That blue poplin shirting, for example, was purchased two years ago at Haberman’s in Detroit. I was in Stratford, Ontario, for the theater festival, and decided to take the Detroit path home specifically so I could stop at this legendary shop. My gosh, what a great place. Amazing fabrics, great selection, and lovely staff. I just happened to be there when all the cottons and linens were on sale, so I bought four lengths of this same poplin in four different colors. It’s as smooth as glass — if you’ve ever had the opportunity to touch a really top quality man’s dress shirt, the kind that retails for around $500, you’ll know just the kind of shirting fabric I mean. It’s so crisp and smooth. I love it.

I have another length in yellow that I expect to cut on Saturday — I’m flying through my already-cut projects for this contest, so I’ll have to do some cutting in the near future. And some more blogging and reviewing! This has been such a worthwhile experience for me so far. I’m to the stage in my wardrobe-building process that I don’t need multiples of basics anymore, but I need those one-off, special pieces that add a little oomph to the closet. So while many others are working on cutting and sewing many tees or pajamas or other necessary basics, I’m focusing more on statement pieces than on basics. But if I do this contest again — and I suspect I will! It’s really fun! — I would definitely think about running up a stack of tees or something. It’s a great excuse to sew a lot of basics all at once, and it’s a smart approach to the contest, which looks at total yardage sewn in 30 days. People are sewing so fast that my only goal at this point is to finish in the top ten. And that might be impossible! We’ll see!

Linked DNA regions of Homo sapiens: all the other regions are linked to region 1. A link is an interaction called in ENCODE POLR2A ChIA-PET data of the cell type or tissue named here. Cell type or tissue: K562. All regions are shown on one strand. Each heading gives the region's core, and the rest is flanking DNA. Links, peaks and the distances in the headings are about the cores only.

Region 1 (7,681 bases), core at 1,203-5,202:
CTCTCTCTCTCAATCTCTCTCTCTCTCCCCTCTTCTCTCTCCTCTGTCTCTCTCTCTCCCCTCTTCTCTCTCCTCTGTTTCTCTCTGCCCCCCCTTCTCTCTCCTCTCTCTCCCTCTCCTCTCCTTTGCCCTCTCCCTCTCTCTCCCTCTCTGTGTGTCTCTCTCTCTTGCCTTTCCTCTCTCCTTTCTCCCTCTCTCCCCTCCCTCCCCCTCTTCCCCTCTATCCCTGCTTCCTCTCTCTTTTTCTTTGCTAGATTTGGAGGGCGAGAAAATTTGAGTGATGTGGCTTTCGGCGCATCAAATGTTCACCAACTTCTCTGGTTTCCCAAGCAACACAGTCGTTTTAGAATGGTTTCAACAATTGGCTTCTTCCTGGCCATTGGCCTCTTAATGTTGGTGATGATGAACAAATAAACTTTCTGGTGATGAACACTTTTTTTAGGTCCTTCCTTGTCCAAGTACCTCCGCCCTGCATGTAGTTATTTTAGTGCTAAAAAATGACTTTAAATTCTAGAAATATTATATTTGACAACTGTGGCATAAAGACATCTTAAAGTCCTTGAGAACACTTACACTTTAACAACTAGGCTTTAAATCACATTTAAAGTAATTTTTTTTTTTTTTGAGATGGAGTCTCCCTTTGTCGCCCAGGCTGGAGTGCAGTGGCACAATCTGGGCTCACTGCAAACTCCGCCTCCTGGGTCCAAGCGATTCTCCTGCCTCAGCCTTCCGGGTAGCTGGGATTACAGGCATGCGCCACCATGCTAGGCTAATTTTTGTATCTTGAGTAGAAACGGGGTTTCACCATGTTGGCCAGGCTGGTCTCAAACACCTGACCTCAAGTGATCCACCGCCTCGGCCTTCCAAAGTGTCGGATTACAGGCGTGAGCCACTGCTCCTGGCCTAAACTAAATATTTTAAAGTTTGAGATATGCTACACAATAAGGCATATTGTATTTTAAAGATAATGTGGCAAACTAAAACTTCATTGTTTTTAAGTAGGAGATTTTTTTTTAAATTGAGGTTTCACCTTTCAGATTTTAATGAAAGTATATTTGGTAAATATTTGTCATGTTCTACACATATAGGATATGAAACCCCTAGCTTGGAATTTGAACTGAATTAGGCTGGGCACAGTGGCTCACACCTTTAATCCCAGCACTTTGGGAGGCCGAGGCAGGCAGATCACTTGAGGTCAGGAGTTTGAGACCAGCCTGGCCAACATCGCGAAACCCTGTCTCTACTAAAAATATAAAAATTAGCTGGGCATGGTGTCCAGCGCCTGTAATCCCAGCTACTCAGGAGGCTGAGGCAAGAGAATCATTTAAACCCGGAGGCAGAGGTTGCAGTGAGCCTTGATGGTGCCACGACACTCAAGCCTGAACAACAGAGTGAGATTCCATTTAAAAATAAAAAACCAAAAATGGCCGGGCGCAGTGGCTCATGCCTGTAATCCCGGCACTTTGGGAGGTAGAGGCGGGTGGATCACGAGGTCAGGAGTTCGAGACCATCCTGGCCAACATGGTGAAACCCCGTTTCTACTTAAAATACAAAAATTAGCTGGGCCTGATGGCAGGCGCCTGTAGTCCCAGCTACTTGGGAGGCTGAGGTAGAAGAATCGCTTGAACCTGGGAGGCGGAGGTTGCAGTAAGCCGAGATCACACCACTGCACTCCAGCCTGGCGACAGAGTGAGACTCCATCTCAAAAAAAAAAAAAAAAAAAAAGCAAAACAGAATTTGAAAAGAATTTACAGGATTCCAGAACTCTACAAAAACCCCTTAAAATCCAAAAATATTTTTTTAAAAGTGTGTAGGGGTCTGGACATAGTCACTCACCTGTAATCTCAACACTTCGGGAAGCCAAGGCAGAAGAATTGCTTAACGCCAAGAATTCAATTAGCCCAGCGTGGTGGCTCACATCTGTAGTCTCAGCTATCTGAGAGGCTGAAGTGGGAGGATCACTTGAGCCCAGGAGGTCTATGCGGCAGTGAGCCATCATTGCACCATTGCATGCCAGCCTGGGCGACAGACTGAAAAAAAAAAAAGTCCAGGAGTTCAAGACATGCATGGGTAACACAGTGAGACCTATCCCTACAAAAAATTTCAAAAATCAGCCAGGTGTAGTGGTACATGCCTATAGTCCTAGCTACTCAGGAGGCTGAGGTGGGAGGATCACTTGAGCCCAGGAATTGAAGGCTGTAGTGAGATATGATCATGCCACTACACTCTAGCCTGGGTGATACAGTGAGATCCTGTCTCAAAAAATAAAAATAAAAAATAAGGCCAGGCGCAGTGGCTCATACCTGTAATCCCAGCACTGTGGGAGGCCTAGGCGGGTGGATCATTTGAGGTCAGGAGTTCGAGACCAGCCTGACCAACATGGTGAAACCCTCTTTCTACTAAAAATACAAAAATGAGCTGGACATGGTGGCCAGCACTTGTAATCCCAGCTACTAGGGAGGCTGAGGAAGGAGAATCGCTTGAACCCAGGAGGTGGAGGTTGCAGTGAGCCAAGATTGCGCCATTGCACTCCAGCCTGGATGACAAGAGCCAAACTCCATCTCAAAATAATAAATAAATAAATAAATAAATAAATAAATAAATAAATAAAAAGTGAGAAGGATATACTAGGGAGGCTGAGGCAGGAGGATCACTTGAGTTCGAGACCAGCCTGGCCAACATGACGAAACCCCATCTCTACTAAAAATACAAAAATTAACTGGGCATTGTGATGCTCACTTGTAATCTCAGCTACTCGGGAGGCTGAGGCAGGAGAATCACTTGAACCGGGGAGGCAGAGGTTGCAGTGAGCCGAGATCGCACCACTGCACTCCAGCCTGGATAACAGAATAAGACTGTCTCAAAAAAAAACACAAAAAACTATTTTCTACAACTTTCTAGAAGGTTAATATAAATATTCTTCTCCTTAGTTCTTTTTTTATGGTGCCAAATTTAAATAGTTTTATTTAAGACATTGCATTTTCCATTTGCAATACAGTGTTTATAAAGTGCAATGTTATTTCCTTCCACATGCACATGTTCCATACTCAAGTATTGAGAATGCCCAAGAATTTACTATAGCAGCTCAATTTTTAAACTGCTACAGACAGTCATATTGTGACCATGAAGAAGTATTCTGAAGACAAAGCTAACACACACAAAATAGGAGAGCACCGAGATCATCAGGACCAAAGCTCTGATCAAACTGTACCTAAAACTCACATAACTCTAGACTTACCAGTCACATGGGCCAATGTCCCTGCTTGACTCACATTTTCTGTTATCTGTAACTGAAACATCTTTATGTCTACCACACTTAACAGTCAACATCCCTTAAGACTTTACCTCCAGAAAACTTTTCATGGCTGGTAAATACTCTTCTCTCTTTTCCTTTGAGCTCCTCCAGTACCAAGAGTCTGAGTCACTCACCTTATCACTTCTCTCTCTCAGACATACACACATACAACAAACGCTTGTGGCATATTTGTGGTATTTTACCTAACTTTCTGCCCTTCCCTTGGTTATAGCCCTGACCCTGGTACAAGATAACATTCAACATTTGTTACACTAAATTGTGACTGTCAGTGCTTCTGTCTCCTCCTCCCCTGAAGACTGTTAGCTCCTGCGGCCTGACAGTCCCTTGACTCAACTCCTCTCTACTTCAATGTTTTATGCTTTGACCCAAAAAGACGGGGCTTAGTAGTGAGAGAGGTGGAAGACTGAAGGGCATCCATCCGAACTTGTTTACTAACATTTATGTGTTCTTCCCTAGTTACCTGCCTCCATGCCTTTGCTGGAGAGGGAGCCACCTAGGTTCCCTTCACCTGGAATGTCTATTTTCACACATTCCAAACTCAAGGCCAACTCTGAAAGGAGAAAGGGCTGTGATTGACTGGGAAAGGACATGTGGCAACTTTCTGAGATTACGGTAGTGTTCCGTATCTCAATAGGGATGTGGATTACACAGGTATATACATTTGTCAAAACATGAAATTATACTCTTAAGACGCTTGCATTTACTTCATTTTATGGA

Have you ever remade an old favorite garment for nostalgia?


Help! Opinions needed!

I’m lighting up the bat signal here. I need a second opinion on the buttons for this cardigan. My original plan was black buttons, but the ones I bought (very pretty antique shiny black five-petal flowers) won’t fit through the buttonholes.

I sorted through the button box, and came up with these. They fit. I bought them because they remind me of some daisy buttons on a Chanel organdy blouse. But is silver okay with this cardigan? Or should I go shopping for black buttons?